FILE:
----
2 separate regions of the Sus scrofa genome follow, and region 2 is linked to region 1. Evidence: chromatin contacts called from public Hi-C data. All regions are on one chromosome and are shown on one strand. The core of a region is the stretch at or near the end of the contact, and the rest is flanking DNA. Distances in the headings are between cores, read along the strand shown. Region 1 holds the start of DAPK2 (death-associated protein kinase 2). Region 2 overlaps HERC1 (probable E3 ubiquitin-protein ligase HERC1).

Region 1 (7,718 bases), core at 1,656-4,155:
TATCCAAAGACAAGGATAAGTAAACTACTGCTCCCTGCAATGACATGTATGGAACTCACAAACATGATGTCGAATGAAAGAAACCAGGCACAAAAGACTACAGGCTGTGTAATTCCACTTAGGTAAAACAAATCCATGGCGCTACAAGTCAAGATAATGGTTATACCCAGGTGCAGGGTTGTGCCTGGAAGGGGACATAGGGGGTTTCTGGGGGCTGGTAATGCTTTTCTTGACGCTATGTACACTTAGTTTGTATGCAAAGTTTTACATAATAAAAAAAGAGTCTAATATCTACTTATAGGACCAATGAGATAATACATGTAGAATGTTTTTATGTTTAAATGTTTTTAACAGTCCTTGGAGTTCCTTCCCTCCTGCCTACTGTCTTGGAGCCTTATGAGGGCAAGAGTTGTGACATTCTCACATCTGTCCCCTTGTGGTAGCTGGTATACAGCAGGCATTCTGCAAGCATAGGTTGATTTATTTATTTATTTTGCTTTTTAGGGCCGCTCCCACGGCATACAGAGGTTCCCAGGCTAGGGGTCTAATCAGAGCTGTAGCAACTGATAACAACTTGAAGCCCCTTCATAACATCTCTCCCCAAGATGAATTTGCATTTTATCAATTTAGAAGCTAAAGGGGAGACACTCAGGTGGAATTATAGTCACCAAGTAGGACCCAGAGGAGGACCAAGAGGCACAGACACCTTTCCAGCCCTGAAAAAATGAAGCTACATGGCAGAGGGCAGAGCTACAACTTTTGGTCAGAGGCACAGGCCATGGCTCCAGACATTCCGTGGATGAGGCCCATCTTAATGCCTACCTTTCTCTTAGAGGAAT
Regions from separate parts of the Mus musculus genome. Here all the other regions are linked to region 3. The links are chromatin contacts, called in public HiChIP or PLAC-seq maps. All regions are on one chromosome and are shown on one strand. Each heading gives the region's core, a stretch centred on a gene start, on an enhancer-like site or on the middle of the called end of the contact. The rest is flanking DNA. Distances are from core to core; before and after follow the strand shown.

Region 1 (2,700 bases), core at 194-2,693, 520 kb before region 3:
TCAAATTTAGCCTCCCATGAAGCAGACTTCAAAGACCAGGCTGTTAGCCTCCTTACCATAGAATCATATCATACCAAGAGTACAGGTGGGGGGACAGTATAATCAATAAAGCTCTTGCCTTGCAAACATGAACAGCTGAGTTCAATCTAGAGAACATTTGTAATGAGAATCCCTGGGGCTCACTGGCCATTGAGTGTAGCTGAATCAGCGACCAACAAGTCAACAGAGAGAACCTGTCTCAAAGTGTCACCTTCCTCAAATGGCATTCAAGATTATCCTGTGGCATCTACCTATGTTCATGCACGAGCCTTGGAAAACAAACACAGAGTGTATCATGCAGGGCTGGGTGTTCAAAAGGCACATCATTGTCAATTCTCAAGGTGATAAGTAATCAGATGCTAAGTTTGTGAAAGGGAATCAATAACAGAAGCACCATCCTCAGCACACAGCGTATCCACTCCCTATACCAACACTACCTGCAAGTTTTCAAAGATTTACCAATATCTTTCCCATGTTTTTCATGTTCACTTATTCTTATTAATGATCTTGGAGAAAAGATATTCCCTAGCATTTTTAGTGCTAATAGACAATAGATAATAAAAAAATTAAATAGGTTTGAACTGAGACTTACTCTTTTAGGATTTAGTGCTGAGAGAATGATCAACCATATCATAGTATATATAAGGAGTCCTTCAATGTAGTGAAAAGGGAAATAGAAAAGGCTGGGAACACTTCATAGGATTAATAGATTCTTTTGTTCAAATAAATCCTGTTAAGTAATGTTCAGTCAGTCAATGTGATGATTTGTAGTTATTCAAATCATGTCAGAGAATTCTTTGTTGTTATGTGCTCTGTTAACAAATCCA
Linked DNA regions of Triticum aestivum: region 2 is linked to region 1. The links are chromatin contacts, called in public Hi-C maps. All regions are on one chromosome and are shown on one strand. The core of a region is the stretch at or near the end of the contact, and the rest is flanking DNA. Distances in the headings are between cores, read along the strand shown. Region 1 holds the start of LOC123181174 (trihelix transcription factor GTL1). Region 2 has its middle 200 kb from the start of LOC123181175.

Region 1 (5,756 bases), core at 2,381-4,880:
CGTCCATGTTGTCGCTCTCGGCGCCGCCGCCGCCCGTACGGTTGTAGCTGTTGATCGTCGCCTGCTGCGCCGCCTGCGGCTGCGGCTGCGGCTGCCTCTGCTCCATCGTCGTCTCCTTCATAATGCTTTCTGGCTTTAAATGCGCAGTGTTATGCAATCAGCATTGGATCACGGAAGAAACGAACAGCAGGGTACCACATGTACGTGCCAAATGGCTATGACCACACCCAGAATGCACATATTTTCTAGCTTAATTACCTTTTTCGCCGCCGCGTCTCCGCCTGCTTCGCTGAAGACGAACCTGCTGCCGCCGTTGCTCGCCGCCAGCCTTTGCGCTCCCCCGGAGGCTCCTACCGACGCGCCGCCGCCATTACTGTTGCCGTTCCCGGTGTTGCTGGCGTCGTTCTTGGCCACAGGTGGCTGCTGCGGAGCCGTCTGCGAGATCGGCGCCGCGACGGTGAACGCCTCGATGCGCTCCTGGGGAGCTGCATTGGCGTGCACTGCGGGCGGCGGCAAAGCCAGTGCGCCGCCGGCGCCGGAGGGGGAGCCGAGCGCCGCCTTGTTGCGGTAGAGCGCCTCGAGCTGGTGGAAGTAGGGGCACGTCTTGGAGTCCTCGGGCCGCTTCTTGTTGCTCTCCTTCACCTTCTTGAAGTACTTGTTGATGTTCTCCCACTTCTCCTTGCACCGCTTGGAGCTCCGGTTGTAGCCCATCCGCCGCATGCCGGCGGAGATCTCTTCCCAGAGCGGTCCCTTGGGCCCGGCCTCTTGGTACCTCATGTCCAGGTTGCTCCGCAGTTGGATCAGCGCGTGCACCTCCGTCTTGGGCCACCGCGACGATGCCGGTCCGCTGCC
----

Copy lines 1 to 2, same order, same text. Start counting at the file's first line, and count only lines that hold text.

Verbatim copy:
2 separate regions of the Sus scrofa genome follow, and region 2 is linked to region 1. Evidence: chromatin contacts called from public Hi-C data. All regions are on one chromosome and are shown on one strand. The core of a region is the stretch at or near the end of the contact, and the rest is flanking DNA. Distances in the headings are between cores, read along the strand shown. Region 1 holds the start of DAPK2 (death-associated protein kinase 2). Region 2 overlaps HERC1 (probable E3 ubiquitin-protein ligase HERC1).

Region 1 (7,718 bases), core at 1,656-4,155: